TRUE WORTH. True worth is in being, not seeming; In doing each day that goes by Some little good, not in dreaming Of great things to do by and by. 'For whatever men say in their blindness. And spite of the fancies of youth, There nothing so kingly as kindmess. And nothing so loyal as truth. LITTUE THINGS ABOUT THE HOUSE. Unslaked lime shaken over bright steel wifi prevent its rusting. In blowing out * a candle hold it aloft, and blow upwards. This will prevent scattering of the grease. Leather that has become dull and shabby-looking may be very much improved in appearance by being rubbed over with the white of an egg well beaten. New iron, such as a new range, etc. should always be very gradually heated at first. After it has become innured to the heat, it is not nearly so likely t O -cracky A way to prevent a lamp from smoking is to soak the wick in strong vinegar and dry it well before it is used, when it will burn well ; but a ■wick must always be cut evenly, and not turned too high. When cleaning grates add a few drops of turpentine to the blacklead, stir well, and a beautiful polish will be the result when finished. It also keeps stoves from rusting when not in use. To prevent articles of silverware from tarnishing warm them when well cleaned, and paint them over with a thin solution of collodion in alcohol, using a wide, soft brush for the purpose. Articles so treated must be wiped only with dry cloth. Almost every lamp wants boiling occasionally when the light burns dimly, and no attention to oil or wick will make any difference. Take the lamp apart, remove the wick, and then boil both burner and wick in hot water in which has been thrown some washing soda. When every part has been thoroughly cleaned and as thoroughly dried, put in the wick, trim it. fill the lamp with oil, and the light will be brilliant. Oysters harden with cooking, therefore they should be given raw to invalids. Bruises —A warm bread and water poultice in hot moist flannels should be put on. Sore Throat —A bran poultice worn all night is a very great relief. , Irritation of the Throat —Take a teaspoonful of the soft cold pulp of a roasted apple. —-4 Chapped Hands- —Equal parts of Honey and glycerine rubbed in will remove the roughness of this trouble. T 0 Cool a' Burn—lf the skin be not broken, the application of a little tfirpentine will relieve the burning sensation. A correspondent of an exchange mentions what he claims by experience to give great relief in cases of bed sores. Place a largo basin of water under the bed, refilling it with fresh water night and morning. This simple remedy is said to have proved effective after more drastic methods had failed. RECIPES. ■
Ingredients ; Half pound of flour, half teaspoonful carbonate of soda, three-quartecs ounce ground ginger, quarter pound suet, one egg, half gill milk, and about one half teacupful of treacle. Mix the flour, soda, and ginger together. Add the suet chopped finely, beat the egg - , and mix into it the milk and treacle. Mix the ■whole ingredients together, and pour into a well-greased paper, and stand the basin in a saucepan with boding w T ater to come half-w r ay up the basin. Steam for two hours, turn out carefully and serve. —Haricot Beans and Lentils. — Let them soak over night, drain and put into a saucepan, ■with plenty of cold w-ater and a little salt. Sim-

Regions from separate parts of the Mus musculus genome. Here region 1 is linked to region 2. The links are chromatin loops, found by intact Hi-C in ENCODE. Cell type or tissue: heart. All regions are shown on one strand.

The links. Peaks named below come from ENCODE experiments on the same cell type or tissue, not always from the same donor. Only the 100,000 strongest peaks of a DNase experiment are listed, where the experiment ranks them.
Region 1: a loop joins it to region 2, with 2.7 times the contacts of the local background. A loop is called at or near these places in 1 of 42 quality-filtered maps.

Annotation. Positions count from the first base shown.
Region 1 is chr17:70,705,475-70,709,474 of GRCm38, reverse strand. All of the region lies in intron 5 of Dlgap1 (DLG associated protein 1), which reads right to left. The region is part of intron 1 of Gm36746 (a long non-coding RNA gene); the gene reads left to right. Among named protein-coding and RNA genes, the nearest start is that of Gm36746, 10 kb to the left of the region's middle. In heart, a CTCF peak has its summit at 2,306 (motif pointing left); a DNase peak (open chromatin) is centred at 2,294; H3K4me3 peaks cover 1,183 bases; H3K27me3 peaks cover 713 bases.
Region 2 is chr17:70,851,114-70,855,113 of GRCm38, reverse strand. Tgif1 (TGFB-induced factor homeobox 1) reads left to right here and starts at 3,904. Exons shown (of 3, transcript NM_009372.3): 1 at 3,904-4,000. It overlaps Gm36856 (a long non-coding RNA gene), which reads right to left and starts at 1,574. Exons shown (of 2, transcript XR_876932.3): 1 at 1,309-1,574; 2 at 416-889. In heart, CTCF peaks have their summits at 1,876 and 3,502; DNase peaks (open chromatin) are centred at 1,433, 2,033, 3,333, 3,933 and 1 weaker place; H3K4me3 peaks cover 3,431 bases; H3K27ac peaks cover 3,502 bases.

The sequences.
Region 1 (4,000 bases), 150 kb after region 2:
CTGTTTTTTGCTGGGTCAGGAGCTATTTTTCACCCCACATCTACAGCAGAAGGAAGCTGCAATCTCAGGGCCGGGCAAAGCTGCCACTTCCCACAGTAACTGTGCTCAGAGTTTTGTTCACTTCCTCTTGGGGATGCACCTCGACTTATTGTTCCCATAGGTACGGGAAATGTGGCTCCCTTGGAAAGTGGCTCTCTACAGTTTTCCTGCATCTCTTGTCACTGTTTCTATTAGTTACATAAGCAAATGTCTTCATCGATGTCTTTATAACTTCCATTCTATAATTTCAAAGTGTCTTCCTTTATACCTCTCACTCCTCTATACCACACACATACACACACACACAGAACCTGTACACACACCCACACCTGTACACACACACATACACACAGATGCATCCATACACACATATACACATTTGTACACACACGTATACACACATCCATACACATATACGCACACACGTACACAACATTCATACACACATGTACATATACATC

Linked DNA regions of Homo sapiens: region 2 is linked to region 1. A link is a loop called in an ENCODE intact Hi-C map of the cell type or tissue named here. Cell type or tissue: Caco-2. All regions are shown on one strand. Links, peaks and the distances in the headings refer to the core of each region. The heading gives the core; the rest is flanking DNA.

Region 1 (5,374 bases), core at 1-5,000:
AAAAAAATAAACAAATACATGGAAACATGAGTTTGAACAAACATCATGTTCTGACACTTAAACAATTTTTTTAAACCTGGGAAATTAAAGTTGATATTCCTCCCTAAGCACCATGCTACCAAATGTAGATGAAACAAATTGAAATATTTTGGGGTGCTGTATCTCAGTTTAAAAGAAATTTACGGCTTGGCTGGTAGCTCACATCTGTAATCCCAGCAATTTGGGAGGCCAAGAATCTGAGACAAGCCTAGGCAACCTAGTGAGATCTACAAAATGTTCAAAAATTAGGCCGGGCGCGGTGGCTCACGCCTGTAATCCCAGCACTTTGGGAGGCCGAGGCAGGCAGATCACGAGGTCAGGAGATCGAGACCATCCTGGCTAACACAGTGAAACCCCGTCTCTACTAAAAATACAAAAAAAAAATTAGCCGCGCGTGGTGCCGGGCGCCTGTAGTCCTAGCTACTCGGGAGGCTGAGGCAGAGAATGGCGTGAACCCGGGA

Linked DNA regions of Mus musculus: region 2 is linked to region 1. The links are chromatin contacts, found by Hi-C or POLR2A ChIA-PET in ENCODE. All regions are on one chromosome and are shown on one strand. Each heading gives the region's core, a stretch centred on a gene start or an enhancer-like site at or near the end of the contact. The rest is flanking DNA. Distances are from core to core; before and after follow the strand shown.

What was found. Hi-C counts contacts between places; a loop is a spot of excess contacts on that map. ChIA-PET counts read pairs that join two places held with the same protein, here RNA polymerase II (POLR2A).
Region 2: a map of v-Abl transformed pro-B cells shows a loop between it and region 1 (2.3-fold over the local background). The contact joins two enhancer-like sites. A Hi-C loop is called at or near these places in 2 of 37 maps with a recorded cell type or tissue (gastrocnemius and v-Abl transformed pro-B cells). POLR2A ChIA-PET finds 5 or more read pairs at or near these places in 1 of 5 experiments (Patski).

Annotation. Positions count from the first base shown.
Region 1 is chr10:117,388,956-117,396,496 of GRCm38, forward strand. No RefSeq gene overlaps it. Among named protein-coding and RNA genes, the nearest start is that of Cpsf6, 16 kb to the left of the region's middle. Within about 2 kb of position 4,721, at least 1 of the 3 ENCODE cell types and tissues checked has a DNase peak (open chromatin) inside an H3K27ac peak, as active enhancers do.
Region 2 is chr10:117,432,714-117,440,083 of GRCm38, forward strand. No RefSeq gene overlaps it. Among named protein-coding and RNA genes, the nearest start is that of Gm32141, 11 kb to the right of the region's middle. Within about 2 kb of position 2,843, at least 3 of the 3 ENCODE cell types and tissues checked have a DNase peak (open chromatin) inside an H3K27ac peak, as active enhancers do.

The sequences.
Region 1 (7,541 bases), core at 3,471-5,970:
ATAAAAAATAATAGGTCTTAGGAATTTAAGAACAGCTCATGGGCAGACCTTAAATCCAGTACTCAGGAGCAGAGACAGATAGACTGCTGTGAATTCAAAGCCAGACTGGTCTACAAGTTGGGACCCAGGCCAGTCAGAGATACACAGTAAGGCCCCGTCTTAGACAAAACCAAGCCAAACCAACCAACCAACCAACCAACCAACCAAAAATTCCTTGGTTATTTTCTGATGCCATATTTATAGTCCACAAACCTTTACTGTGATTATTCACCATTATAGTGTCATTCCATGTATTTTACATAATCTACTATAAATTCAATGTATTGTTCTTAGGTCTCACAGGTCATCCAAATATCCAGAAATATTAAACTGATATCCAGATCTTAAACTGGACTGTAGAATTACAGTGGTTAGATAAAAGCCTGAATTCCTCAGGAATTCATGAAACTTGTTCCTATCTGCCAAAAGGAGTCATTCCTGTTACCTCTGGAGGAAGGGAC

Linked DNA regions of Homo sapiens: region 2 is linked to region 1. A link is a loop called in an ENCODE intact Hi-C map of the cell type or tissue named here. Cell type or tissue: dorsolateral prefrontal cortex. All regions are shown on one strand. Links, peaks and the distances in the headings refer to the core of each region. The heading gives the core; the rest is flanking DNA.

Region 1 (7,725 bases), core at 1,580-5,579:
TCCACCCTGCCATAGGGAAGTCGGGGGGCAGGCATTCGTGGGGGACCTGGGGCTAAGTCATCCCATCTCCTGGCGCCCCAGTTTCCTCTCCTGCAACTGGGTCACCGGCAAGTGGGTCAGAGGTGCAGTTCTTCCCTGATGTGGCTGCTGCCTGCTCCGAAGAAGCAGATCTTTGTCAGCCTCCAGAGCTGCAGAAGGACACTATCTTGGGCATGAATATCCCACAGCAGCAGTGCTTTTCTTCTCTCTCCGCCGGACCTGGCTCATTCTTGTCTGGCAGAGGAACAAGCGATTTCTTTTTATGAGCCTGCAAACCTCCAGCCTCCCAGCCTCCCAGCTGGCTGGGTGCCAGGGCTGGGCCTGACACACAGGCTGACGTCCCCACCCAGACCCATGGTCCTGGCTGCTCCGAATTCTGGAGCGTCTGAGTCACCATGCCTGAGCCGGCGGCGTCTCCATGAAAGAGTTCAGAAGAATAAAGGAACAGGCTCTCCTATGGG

mer very gently till tender. (Drain, and let stand by the fire, shaking occasionally. Add butter, pepper, and salt, and serve hot as possible. They take about two hours to cook. When half cooked they may be drained- Replace In a saucepan. Add a pint of stewed fresh or ordinary canned tomatoes, and simmer very slowly till the beans are quite tender. —Boiled Loin of Mutton. —
Required ; A lean loin of mutton, some veal forcemeat, a little chopped onion, some brown breadcrumbs. This joint is easy to carve, and goes further than when plainly roasted. f Select a good lean loin, take off a little of the f a t, remove the bones carefully with a sharp knife. See that none of the lean is taken off with the bones. Lay the meat flat on a board, and cover with a thin layer of forcemeat, scatter chopped onion over and roll up tightly. Tie the meat securely together with a broad tape, skewering it as well. Roast carefully, basting very often, remove the tape, and cover the meat with browned crumbs. Pour some rich gravey round and serve. —Carrots a la Flaminde. —
Ingredients—One bunch of young carrots, three ozs. butter, salt, pepper, sugar, parsley, one egg. Method —Blanch the carrots in boiling water for five minutes, wipe them, and rub off the skins with a clean cloth. Cut off the green heads and the point and then cut in slices about the thickners of a penny ; put them in a saucepan with about half a gill of water, three ozs. butter, sale, and pepper. Cover the saucepan, and stew slowly for twenty minutes, shaking the saucepan every five minutes to make the carrots cook equally. When done enough they will feel soft to the finger. Beat the egg with one ounce of butter and half a teaspoonful of chopped parsely for five minutes, add this to the carrots, and shake over the fire for five minutes. Serve quickly.
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Home Circle., Southern Cross, Volume 15, Issue 9, 15 June 1907
Home Circle. Southern Cross, Volume 15, Issue 9, 15 June 1907
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